S&P 500 poised for strong first-quarter earnings; will it be enough?
Last week marked the unofficial start of earnings season with major banks such as JP Morgan, Bank of America, and Wells Fargo reporting. In aggregate, S&P 500 corporations are poised for their largest year-over-year increase in quarterly earnings in a decade. While that’s certainly good news, the Index is already up a remarkable 53.7% since the end of the first quarter in 2020; its best four-quarter gain since World War II. So what are we watching out for that may indicate the market has gotten ahead of itself?
The run-up in the Index’s price-to-earnings (P/E) over the past year has been driven by a rising numerator, while the denominator fell dramatically. A return to near-zero, short-term interest rates following the onset of the pandemic provides some measure of justification (using a lower interest rate to discount future cash flows results in a higher present value). But normalizing the P/E shows that it’s now at its highest level in the last 20 years; surpassing both the Financial Crisis and Tech Bubble. Consequently, we expect aggregate earnings will need to come in notably higher than the roughly 25% year-over-year growth FactSet is currently estimating in order for further price gains.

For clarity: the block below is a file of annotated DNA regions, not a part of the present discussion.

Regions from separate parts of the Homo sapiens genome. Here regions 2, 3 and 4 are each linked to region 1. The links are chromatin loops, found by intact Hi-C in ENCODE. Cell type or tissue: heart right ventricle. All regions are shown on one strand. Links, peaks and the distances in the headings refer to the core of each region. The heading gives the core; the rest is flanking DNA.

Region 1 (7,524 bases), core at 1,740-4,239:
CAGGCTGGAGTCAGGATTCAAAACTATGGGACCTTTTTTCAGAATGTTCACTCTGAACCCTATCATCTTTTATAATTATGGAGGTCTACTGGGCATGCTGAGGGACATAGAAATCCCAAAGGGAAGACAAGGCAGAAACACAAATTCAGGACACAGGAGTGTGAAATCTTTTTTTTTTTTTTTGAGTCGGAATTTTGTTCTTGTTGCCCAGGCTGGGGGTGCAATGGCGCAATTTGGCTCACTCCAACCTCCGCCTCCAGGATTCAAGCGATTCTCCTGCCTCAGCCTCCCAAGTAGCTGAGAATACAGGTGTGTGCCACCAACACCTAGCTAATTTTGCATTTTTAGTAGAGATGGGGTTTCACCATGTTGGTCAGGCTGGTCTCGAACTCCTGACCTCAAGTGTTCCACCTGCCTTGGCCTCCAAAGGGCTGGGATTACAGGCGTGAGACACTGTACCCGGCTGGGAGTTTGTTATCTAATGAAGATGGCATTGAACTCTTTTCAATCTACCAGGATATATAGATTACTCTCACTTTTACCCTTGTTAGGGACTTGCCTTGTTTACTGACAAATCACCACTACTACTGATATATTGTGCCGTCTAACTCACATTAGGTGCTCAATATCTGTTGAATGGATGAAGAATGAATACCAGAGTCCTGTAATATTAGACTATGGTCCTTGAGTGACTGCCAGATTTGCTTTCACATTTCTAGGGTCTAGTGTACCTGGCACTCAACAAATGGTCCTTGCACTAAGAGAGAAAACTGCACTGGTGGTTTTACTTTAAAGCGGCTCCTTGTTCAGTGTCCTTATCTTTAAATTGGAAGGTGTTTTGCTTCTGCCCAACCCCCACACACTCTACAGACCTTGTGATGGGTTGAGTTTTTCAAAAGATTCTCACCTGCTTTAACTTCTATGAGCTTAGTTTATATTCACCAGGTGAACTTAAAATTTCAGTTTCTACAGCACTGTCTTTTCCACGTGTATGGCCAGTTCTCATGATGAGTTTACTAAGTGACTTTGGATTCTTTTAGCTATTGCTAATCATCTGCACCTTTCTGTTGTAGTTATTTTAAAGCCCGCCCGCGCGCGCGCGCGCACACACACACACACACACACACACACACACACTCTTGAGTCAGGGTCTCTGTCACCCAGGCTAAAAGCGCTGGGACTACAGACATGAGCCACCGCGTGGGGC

While it may seem unlikely that index-level earnings will top the already-high bar, it’s worth noting that quarterly earnings have exceeded consensus estimates by an average of 6.9% over the past three years. And over the past three quarters, earnings have handily beaten expectations by an average of 19.0%. So while we expect a reversion to the mean in the P/E, as long as companies reported earnings continue to top estimates — which we view as likely — we expect the index to continue moving higher; though investors may want to temper expectations.
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